P063: ACUTE BILATERAL INTRACRANIAL SUBDURAL HEMATOMAS FOLLOWING ACCIDENTAL DURAL PUNCTURE, INTRATHECAL CATHETER,AND TWO EPIDURAL BLOOD PATCHES; A CASE REPORT
Anjum Anwar1, Kristen Vanderhoef1, Christopher Schwan, MD1, Christopher James, MD2; 1UF Health, Jacksonville, 2Mayo Clinic, Jacksonville
Objective: This case report describes a rare but serious complication of neuraxial anesthesia, intracranial subdural hematoma.
Introduction: Neuraxial analgesia is the most widely used practice for labor analgesia. A rare but serious complication after dural puncture is intracranial subdural hematoma (1). With the loss of cerebrospinal fluid (CSF), the caudal shift of the brain can result in tearing of the bridging veins resulting in a subdural hematoma. We present a case of an accidental dural puncture, postdural puncture headache (PDPH) and subsequent subdural hematoma.
Case Description: A 22 years female, G3P2012 presented for a trial of labor after one previous cesarean section. She had chronic hypertension with superimposed preeclampsia. A combined spinal epidural (CSE) was performed using loss of resistance to saline. After a spinal dose of fentanyl 25 mcg, the epidural catheter was threaded and on aspiration free cerebrospinal fluid (CSF) flow was noted. With an accidental dural puncture, it was decided to maintain the intrathecal catheter and with infusion of bupivacaine 0.1% and fentanyl 2 mcg/mL at 2 ml/hr. Two days later the patient complained of a postural headache and was diagnosed with postdural puncture headache (PDPH). Subsequently an epidural blood patch (EBP) was performed by injecting with 20 ml of sterile blood. The patient’s headache was relieved and she was discharged from the hospital later that evening. However, on postpartum day 5 the patient's severe headache recurred with similar postural symptoms as her initial headache. She was readmitted to the hospital and a second EBP was performed. However her headache recurred 10 hours later with similar symptoms. Thus, a neurology consultation and an MRI were obtained. MRI findings revealed bilateral small epidural subdural hematomas. Conservative management was recommended and the patient was discharged and instructed to return with development of any neurologic symptoms and a follow up MRI in 6 to 8 weeks. Patient returned at 6 weeks and reported complete resolution of the symptoms.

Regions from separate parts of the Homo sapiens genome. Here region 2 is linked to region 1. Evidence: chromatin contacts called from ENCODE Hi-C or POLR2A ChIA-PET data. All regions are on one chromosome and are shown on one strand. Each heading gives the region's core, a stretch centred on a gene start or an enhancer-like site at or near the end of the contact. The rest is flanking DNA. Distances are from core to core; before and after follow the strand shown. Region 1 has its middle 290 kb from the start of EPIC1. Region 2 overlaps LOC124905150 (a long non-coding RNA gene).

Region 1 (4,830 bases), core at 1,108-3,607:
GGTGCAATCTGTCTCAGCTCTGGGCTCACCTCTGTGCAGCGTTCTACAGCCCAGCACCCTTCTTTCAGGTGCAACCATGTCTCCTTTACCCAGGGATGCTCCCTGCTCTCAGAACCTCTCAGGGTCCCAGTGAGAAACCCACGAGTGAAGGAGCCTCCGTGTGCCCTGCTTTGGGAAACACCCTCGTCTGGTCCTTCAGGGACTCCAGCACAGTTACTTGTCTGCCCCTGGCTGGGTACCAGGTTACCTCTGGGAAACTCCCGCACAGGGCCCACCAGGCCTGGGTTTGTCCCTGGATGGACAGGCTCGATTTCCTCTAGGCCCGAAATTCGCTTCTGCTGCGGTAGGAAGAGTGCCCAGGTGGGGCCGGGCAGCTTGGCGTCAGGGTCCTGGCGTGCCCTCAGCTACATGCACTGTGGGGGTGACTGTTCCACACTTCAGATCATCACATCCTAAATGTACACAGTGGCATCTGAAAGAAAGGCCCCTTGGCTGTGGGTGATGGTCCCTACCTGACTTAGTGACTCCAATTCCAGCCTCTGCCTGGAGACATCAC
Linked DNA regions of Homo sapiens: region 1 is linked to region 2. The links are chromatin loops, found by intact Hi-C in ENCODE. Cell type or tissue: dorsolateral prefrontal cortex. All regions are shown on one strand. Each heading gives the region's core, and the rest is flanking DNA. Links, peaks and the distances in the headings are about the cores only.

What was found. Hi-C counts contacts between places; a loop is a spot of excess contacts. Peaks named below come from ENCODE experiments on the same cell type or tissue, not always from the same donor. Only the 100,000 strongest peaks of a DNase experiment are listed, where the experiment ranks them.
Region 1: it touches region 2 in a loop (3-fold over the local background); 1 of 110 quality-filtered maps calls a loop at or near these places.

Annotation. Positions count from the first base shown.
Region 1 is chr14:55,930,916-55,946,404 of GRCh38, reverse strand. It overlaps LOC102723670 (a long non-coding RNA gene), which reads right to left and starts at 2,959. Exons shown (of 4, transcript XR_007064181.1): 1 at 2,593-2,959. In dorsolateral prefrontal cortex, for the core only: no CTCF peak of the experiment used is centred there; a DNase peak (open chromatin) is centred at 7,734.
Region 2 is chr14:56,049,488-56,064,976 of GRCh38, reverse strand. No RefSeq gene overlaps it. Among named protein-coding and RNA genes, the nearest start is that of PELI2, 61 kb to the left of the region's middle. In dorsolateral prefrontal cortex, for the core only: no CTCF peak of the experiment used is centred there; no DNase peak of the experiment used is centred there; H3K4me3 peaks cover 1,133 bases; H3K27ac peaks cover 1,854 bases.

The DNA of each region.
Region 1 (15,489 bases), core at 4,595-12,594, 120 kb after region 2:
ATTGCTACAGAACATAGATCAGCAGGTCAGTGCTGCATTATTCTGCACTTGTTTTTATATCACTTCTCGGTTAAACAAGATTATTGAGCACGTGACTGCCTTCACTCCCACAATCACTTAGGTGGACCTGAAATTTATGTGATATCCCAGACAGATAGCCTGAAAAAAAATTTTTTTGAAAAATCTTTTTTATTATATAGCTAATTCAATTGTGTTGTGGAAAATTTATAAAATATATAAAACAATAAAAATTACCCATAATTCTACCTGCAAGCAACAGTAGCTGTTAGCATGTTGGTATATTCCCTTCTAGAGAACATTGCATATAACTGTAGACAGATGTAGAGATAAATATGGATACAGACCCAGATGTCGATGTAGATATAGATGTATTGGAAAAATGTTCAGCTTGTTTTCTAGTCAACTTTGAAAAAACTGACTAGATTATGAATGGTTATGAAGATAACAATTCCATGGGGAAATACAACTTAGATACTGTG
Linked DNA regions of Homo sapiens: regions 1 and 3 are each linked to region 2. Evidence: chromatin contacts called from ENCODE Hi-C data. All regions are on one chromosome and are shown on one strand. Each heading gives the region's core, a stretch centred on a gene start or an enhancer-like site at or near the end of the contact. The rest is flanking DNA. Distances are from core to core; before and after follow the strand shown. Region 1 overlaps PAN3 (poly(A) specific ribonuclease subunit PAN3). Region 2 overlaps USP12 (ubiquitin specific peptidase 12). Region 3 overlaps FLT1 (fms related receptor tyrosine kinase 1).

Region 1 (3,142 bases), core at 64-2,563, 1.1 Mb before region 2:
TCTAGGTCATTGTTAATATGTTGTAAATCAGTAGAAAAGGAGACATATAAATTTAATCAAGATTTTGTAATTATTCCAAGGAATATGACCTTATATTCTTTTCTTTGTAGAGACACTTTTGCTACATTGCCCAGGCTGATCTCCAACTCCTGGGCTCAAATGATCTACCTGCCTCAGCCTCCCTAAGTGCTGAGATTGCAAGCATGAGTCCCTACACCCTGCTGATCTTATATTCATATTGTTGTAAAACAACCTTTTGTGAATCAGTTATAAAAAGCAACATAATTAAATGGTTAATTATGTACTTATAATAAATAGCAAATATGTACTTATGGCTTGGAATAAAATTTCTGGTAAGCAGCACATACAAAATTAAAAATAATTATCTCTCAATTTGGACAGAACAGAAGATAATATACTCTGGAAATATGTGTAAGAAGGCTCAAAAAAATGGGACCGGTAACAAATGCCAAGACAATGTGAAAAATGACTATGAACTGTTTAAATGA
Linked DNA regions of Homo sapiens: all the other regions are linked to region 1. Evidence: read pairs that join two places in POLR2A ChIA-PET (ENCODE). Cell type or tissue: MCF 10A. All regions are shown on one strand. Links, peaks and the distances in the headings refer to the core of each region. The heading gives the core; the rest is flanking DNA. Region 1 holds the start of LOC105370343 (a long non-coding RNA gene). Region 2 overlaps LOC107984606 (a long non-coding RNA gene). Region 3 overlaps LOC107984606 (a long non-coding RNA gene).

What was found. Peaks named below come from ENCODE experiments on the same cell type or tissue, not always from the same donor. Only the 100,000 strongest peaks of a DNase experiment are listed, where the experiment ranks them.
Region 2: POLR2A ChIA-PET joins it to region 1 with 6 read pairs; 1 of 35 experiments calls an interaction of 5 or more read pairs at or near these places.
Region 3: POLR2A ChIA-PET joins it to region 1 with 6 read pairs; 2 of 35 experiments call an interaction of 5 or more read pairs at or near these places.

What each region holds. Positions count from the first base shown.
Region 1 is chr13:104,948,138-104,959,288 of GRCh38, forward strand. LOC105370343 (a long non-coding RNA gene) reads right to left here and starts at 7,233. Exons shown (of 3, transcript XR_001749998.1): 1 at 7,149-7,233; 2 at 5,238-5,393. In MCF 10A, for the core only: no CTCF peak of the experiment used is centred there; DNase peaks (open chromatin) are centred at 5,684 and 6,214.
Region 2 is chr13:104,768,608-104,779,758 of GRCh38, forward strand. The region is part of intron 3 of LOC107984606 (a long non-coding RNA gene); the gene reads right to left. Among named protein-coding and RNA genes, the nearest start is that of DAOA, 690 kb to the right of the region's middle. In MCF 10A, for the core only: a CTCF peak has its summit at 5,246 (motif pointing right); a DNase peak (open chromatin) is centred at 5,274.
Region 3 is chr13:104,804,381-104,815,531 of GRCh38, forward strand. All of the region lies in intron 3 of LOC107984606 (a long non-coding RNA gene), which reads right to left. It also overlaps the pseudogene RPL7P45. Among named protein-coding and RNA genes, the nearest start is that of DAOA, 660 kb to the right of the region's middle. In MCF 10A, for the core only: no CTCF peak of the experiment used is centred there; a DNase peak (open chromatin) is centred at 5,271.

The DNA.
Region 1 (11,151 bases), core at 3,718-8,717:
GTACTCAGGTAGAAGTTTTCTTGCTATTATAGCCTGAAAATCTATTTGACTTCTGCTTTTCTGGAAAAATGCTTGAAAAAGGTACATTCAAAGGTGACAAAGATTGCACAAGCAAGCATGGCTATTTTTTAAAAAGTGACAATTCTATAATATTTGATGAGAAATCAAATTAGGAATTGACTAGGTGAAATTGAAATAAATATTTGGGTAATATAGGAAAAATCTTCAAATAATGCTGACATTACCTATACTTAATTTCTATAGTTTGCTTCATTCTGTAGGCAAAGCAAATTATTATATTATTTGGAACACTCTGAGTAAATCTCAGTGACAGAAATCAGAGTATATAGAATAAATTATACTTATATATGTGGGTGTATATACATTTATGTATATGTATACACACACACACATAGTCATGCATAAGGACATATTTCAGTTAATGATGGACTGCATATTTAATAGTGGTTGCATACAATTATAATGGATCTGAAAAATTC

Conclusion: Subdural hematoma is a rare but serious complication of dural puncture, and has been reported with epidural and spinal anesthesia and diagnostic lumbar punctures. PDPH is the first symptom in the vast majority of these cases(1). Changes in the characteristics of a PDPH or no appreciable relief and/or recurrence after a second EBP should alert the health care provider of other more serious intracranial pathology.
1. Cuypers V, Van de Velde M, Devroe S. Intracranial subdural haematoma following neuraxial anaesthesia in the obstetric population: a literature review with analysis of 56 reported cases. Int J Obstet Anesth 2016; 25: 58-65.